Am I the only emergency physician who sometimes wonders who left me in charge of an ED? I should be confident in managing whatever comes through those ED doors after more than ten years of single-coverage night shifts, but each night I hear a little voice in my amygdala questioning whether tonight will be the night I won’t be able to handle something. Sometimes I feel afraid of the unknown and of what might go wrong. That doesn’t make me a bad doctor; it makes me human. What matters is how I choose to deal with my fear.
This is how Elizabeth Gilbert put it in Big Magic: Creative Living Beyond Fear: “Your fear — programmed by evolution to be hypervigilant and insanely overprotective — will always assume that any uncertain outcome is destined to end in a bloody, horrible death.” She likely meant that as hyperbole, but it is not an exaggeration for EPs. The life-or-death situations, where immeasurable stakes ride on our every move, can be scary. We don’t admit it because societal expectations and those we put on ourselves make us feel like we always need to be “on.” No matter how tough we appear on the outside, I think most emergency physicians secretly feel some butterflies on the inside.
For many, the nail-biting suspense and goosebumps lured us into emergency medicine because we crave the butterflies on some level. We are the skydivers, roller-coaster aficionados, horror movie junkies, and constant thrill seekers. Pushing the envelope and seeing how much fear we can tolerate ultimately gives us a sense of satisfaction when we endure. The jitters and palpitations snap us out of web-surfing mode into being fully alert. There is nothing quite like the exuberant rush of energy we feel when we venture outside of our comfort zone.
Unfortunately, the enormity of the stakes in emergency medicine can overwhelm and paralyze us rather than energize us. We doubt ourselves fresh out of residency especially but also after humbling cases or medical errors. We fear failing our patients and sending them home to die, so we waver and waffle. We fear lawsuits, so we cripple ourselves practicing overly defensive medicine. We fear sounding stupid to our colleagues and consultants, so we hesitate. We fear the ramifications of negative patient satisfaction scores, so we impair ourselves with the impossible task of reasoning with the unreasonable, trying not to incur a complaint. We fear missing something, so we get bogged down ordering test after test. Our fear immobilizes us, so we don’t send patients home or efficiently disposition them. Rather, we turn our EDs into parking lots, the EP equivalent of being frozen by fear.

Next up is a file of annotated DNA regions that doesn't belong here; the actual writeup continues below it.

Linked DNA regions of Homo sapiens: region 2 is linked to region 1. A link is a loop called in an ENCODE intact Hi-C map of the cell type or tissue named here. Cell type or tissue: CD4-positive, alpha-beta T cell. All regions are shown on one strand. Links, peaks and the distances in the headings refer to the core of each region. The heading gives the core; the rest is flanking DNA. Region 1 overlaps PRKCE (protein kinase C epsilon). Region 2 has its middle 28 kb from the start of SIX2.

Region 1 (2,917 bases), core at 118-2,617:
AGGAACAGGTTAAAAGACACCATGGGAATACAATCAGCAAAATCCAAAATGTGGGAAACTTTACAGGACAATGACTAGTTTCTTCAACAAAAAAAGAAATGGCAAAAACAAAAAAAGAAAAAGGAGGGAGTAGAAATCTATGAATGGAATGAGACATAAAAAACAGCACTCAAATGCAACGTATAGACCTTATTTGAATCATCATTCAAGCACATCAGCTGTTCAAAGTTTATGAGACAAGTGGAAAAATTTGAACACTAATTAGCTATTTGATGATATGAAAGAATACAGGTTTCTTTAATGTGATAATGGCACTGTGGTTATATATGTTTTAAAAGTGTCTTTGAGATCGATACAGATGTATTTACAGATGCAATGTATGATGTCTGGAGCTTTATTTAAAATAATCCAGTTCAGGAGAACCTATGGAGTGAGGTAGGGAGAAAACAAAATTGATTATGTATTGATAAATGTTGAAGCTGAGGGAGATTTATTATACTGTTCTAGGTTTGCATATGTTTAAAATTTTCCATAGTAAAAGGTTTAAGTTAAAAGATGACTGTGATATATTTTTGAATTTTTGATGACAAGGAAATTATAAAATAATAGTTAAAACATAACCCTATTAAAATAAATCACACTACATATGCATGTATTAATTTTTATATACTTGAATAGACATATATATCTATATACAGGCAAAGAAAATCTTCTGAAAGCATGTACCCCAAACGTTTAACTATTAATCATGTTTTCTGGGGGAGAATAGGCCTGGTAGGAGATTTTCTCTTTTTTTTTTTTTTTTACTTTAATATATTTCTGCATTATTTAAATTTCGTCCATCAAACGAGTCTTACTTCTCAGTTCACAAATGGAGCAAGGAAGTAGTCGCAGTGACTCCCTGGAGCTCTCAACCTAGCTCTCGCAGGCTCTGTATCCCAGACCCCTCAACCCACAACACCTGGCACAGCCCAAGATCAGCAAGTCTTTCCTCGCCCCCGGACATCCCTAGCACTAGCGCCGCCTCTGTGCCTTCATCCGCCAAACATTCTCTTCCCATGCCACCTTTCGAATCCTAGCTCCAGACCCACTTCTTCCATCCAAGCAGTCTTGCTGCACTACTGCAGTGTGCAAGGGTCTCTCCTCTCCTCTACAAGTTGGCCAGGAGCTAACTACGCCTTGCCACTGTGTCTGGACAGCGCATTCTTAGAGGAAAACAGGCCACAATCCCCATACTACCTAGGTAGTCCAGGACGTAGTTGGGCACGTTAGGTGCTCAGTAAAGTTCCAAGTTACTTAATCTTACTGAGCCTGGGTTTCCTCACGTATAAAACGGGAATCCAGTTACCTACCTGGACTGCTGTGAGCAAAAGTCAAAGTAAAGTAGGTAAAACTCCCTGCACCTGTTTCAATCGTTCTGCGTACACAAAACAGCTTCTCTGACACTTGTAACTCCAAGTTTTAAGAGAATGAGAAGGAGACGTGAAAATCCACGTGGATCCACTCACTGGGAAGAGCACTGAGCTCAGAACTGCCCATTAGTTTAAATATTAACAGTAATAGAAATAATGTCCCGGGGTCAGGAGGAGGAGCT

Grit and determination
I experienced being frozen by fear a few years ago. My life was at stake, or so I thought, during my first attempt at real rock climbing. I was a few feet into the second pitch when unwisely, in my inexperience, I unclipped the support gear my lead climber had left for me. I couldn’t find hand or foot placements, so I spazzed, decided to climb back down, and blindly lowered my foot to where I remembered an outcropping had been. I missed. The next thing I knew I was freefalling until the rope tightened and halted my descent, and then, because I had imprudently unclipped the support gear above me, I was swinging across the crevice backwards toward a rock wall, half-screaming, half-whimpering, and then BAM! I smashed into the rock with my back. It was sheer terror, with some pain thrown in for good measure.
All I could do was not look down until my buddy hoisted me to within reach of climbable rock. When I finally saw footholds and handholds again, my amygdala assumed they were threatening seducers that would lure me in only to prove harmful. That fear was irrepressible and larger than life. I’d never understood people who are paralyzed with fear until that moment. I literally couldn’t stand up. I couldn’t trust my feet or my arms because they had failed me, and I was certain I was soon to misstep and go plummeting back down. The adrenaline that normally enlivens me with a fight-or-flight response enervated me, and I froze.
This n=1 climbing trial was more powerful to me than any double-blind, randomized, placebo-controlled experiment. Immediately after that kind of visceral response, evidence-based medicine goes out the window, or off the rock face, as it were. My fear was so profound that I felt every climbing attempt would end in a fall. That is the case after something horrible happens to a patient. If a patient comes in walking and talking with vague abdominal pain, ruptures an AAA, and dies in front of you, every future patient with abdominal pain is an aorta threatening to rupture, no matter evidence to the contrary.
Fear is normal after negative experiences; it does not mean we are undertrained or weak. How we respond determines whether fear will sharpen and motivate us or overwhelm and incapacitate us. A little bit of fear in the ED keeps us on our toes. The key is not letting our fear stop us from confidently and efficiently making decisions. We can’t, however, swing on the proverbial rope forever. Instead of “looking down” and focusing on what could go wrong, we have to be bold and trust ourselves.
The roughest night shifts when I’ve been most afraid were also when I found the most grit and determination within myself. That day on the rock wall I found the same grit and climbed to the summit. Out of trepidation and fear spring tenacity and courage. Our butterflies give wings to our bravery, freeing us to fly onward and upward as we grow as professionals and people.
Sandra Scott Simons is an emergency physician. This article originally appeared in Emergency Medicine News.
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